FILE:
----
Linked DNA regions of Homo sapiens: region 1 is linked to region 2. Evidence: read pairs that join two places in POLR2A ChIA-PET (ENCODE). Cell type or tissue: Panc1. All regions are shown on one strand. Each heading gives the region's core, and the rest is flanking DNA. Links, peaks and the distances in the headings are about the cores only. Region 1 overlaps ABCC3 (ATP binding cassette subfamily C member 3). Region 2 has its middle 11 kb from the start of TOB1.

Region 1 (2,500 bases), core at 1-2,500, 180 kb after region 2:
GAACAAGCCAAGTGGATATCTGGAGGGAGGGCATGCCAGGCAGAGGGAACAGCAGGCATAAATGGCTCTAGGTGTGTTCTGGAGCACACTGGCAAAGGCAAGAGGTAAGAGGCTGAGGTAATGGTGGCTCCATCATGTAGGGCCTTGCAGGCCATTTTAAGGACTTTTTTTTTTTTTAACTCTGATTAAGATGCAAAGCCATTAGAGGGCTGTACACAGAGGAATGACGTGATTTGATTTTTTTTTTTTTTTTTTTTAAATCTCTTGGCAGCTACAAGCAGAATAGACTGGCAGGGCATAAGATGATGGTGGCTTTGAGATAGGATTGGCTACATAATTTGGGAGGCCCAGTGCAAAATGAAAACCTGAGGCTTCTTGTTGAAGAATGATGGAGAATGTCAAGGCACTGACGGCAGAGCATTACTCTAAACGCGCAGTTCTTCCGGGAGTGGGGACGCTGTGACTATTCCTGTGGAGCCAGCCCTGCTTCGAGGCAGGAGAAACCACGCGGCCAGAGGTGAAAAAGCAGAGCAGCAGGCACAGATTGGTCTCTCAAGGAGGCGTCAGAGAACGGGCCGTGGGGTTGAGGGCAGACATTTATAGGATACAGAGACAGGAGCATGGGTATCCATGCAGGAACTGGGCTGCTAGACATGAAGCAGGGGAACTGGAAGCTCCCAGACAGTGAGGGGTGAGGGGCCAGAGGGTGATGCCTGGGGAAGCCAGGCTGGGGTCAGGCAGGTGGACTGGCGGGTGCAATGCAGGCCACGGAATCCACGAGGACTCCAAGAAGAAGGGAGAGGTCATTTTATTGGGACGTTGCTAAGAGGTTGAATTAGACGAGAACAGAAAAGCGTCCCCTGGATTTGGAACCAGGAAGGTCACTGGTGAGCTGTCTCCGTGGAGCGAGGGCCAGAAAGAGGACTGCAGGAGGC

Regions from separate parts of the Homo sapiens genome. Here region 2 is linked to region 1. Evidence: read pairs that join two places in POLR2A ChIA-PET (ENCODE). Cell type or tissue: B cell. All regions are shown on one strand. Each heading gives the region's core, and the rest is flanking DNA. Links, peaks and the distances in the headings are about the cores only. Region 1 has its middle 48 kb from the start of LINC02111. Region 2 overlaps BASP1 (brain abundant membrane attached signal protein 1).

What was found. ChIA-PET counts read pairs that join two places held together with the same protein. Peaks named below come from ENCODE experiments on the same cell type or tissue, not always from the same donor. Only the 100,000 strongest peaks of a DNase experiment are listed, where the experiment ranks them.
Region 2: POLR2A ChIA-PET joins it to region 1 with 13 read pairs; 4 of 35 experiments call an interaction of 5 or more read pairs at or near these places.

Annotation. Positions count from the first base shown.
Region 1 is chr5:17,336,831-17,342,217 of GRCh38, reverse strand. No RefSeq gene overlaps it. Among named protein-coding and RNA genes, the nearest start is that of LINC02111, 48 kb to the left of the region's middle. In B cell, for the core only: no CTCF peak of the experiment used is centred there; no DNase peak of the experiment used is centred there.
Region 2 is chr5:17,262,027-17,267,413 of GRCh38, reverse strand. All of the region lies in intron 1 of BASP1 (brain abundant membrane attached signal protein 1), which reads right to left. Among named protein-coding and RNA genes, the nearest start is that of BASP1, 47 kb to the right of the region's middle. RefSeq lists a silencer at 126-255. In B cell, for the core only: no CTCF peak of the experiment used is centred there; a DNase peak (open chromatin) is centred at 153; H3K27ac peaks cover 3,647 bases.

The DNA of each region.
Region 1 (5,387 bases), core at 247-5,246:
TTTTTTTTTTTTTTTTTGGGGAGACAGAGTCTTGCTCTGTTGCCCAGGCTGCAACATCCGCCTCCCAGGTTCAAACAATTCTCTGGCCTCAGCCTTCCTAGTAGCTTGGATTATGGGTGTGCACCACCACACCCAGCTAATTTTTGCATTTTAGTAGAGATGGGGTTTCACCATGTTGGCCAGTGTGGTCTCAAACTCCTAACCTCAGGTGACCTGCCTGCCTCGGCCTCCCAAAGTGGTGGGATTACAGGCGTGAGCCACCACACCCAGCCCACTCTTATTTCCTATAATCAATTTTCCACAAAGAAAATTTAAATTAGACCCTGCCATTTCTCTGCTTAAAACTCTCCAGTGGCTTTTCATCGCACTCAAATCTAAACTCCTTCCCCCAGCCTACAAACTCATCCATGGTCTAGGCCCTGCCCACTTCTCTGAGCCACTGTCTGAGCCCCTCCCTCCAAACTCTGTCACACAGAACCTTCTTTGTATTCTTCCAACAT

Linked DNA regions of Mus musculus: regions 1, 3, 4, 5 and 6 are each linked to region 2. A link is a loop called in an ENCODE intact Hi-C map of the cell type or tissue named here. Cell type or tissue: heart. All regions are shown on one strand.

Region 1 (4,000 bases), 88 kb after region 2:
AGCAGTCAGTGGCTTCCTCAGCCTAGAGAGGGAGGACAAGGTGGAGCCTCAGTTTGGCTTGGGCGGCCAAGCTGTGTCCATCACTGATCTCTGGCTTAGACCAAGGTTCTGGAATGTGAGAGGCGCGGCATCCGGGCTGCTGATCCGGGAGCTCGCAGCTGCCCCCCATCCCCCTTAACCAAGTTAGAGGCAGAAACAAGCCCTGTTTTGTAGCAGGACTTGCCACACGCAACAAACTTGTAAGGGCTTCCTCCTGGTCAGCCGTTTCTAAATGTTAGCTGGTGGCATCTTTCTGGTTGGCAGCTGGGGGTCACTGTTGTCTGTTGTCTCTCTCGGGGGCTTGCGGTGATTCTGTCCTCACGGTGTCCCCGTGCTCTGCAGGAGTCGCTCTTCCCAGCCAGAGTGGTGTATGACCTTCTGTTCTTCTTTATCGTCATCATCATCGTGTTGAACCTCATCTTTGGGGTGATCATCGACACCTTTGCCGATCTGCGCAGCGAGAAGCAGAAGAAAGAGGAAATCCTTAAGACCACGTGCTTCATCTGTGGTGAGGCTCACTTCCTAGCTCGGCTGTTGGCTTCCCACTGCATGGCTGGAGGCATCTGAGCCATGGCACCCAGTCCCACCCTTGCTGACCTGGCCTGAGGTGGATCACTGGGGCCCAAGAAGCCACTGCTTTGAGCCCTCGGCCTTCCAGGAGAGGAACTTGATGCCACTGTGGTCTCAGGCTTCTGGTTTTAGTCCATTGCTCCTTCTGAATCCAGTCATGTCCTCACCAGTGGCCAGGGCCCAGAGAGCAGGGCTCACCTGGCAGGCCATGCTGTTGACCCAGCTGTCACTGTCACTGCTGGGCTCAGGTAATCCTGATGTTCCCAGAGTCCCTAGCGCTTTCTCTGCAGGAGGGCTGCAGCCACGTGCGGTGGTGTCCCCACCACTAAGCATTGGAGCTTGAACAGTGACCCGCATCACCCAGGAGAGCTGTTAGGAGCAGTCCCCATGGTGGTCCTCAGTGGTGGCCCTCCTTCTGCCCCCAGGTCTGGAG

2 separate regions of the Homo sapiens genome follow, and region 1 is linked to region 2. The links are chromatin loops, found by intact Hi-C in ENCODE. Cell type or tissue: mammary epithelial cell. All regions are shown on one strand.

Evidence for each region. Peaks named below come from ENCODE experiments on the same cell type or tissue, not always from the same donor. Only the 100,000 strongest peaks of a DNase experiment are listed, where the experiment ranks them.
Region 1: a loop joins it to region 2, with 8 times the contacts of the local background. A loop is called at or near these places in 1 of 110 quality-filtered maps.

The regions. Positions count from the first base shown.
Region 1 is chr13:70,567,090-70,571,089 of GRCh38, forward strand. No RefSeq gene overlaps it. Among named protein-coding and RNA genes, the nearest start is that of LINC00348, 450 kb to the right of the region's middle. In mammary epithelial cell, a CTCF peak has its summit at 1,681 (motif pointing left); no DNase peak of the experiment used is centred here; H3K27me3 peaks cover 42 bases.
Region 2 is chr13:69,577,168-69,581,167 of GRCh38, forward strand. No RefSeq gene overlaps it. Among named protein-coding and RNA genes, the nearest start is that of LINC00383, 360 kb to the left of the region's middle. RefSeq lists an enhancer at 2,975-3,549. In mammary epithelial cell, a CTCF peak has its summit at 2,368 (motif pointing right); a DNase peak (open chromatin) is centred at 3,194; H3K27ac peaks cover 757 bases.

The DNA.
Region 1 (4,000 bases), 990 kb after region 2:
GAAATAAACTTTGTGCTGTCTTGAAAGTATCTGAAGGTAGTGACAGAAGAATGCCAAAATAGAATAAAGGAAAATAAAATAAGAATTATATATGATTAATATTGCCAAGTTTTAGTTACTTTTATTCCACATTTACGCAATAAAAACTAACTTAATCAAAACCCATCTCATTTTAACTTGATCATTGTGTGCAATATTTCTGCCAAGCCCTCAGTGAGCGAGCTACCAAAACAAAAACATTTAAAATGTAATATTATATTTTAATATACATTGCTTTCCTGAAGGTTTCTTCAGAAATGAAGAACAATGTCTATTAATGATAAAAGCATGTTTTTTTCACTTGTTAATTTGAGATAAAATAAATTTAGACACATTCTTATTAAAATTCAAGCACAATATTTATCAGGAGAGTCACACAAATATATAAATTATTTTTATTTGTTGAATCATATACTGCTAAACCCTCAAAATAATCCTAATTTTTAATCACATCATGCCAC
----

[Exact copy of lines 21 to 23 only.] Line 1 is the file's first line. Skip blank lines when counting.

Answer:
Region 2 is chr13:69,577,168-69,581,167 of GRCh38, forward strand. No RefSeq gene overlaps it. Among named protein-coding and RNA genes, the nearest start is that of LINC00383, 360 kb to the left of the region's middle. RefSeq lists an enhancer at 2,975-3,549. In mammary epithelial cell, a CTCF peak has its summit at 2,368 (motif pointing right); a DNase peak (open chromatin) is centred at 3,194; H3K27ac peaks cover 757 bases.

The DNA.
Region 1 (4,000 bases), 990 kb after region 2: